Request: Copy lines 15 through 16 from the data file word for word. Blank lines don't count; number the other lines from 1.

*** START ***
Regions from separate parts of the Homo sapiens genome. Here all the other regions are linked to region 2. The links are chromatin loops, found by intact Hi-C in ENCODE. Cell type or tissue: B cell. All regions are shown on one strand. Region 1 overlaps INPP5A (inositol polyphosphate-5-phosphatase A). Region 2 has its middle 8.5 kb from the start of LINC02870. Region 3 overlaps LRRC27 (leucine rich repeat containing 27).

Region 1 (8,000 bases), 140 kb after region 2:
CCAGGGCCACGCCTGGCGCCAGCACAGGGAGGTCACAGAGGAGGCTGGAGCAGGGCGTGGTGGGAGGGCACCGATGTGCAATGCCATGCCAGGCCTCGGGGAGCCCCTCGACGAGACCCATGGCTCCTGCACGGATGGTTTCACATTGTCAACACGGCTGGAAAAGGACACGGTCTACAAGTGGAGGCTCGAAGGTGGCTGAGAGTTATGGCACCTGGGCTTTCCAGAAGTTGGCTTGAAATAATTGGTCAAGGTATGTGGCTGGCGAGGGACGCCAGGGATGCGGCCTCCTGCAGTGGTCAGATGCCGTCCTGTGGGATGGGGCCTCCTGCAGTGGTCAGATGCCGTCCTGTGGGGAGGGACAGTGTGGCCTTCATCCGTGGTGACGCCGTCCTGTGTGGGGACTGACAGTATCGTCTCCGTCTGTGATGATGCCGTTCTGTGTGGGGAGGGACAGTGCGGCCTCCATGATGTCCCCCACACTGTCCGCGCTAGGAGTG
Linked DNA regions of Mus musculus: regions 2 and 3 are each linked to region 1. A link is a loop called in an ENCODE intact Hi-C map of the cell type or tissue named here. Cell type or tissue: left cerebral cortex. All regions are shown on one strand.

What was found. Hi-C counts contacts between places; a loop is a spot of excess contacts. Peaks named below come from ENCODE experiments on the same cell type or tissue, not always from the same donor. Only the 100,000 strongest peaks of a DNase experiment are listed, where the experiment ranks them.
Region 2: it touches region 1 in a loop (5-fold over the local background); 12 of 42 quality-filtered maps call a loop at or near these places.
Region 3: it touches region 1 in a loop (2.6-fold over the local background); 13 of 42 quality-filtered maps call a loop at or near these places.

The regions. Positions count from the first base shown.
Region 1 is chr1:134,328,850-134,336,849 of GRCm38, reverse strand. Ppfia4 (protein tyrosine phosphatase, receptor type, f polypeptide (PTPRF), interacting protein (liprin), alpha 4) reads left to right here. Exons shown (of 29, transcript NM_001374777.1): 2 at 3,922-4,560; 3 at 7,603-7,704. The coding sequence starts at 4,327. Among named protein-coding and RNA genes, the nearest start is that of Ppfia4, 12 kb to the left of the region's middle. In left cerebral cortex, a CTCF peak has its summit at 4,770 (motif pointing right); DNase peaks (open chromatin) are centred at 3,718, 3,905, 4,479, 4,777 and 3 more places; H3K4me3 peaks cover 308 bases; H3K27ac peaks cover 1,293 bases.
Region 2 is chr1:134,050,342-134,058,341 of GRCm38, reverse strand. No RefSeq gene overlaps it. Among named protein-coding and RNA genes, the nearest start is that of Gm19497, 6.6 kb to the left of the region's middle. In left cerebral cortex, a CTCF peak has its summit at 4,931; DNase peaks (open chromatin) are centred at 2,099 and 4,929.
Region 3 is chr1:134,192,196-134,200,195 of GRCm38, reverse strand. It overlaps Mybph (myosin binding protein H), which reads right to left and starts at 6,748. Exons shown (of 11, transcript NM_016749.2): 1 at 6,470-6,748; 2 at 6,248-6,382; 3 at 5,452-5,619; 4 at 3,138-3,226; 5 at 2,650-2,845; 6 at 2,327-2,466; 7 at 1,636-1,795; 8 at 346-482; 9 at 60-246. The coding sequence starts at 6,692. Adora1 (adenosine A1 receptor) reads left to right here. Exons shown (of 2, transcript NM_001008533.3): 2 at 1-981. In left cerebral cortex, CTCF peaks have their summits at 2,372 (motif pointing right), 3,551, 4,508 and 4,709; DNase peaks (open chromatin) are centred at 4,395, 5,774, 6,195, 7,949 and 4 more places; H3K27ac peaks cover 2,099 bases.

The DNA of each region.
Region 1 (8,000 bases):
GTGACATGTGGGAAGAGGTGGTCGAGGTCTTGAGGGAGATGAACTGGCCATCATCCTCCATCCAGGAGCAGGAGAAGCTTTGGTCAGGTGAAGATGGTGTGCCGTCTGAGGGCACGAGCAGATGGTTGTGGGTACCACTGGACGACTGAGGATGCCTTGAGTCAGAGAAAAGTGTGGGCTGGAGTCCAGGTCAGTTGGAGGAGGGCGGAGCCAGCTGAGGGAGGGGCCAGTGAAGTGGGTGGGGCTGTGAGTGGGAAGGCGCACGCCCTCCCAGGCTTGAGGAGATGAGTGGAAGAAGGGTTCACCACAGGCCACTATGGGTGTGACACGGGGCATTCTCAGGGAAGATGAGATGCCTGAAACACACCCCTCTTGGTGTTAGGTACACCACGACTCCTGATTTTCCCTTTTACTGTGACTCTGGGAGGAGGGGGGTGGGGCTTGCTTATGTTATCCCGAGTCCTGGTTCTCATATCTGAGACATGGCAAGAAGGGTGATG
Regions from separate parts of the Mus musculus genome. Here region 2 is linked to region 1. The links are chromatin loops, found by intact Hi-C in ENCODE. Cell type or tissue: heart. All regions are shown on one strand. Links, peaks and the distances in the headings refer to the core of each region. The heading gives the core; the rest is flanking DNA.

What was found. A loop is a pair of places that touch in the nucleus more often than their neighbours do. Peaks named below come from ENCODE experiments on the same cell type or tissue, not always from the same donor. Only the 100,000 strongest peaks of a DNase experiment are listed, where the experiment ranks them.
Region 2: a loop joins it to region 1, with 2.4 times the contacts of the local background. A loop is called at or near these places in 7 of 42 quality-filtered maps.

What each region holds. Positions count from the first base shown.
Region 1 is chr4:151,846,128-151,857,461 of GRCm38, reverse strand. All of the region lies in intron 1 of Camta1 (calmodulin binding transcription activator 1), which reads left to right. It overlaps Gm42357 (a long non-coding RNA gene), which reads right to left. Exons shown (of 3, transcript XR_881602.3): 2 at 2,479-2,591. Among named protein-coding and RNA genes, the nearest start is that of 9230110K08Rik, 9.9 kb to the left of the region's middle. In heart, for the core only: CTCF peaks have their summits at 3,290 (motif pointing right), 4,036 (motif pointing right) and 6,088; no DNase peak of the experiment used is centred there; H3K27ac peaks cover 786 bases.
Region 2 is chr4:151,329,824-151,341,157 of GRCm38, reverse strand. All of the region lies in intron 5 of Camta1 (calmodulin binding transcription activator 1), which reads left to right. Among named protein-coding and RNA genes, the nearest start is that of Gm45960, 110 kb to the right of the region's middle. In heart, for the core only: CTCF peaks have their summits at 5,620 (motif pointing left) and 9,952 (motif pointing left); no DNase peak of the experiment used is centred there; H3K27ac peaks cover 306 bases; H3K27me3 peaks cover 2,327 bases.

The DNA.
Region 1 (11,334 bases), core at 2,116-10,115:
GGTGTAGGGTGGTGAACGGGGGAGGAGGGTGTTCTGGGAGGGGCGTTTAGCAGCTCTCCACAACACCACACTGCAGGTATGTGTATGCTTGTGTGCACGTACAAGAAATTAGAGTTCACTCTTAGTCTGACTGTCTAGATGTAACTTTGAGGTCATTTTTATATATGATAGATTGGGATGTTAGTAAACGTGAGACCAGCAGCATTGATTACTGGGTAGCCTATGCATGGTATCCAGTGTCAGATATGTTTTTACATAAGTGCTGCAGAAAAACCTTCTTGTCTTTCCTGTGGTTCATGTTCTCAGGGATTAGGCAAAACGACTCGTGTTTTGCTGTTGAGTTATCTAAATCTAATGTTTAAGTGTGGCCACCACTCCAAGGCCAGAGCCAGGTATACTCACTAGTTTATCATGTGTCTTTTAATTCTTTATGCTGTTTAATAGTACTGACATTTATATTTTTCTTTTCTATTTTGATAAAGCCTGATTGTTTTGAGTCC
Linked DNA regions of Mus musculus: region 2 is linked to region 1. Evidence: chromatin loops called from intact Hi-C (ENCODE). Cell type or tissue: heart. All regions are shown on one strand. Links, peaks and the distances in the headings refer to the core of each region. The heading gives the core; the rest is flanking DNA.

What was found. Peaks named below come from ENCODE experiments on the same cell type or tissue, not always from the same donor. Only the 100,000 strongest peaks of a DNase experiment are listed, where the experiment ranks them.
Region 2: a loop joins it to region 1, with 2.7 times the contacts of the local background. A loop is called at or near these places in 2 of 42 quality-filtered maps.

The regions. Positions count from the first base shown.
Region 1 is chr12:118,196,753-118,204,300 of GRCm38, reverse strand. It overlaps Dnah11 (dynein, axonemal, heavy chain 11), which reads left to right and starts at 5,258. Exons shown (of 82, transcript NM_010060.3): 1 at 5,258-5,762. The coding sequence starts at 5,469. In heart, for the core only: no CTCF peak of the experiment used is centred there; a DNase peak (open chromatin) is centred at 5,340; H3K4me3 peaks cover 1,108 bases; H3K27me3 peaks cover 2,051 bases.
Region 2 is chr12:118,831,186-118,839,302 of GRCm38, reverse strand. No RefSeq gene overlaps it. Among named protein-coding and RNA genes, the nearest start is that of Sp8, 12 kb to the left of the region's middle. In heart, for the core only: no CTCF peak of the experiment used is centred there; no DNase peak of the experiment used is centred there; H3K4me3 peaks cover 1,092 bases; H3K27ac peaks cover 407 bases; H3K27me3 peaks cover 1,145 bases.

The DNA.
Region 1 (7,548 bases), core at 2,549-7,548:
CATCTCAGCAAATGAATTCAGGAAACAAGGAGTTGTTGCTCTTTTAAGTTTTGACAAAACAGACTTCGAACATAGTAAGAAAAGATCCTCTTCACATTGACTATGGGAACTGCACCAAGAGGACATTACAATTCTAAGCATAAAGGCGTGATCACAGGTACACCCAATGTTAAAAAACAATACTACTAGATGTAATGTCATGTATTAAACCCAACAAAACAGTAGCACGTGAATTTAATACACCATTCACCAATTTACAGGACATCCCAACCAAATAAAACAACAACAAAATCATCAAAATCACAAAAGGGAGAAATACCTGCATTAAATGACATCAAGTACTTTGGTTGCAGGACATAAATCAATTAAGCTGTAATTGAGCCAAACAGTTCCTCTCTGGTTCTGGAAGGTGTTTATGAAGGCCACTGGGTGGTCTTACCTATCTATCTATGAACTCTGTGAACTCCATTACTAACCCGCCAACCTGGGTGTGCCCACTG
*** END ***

Regions from separate parts of the Mus musculus genome. Here region 2 is linked to region 1. The links are chromatin loops, found by intact Hi-C in ENCODE. Cell type or tissue: heart. All regions are shown on one strand. Links, peaks and the distances in the headings refer to the core of each region. The heading gives the core; the rest is flanking DNA.

What was found. A loop is a pair of places that touch in the nucleus more often than their neighbours do. Peaks named below come from ENCODE experiments on the same cell type or tissue, not always from the same donor. Only the 100,000 strongest peaks of a DNase experiment are listed, where the experiment ranks them.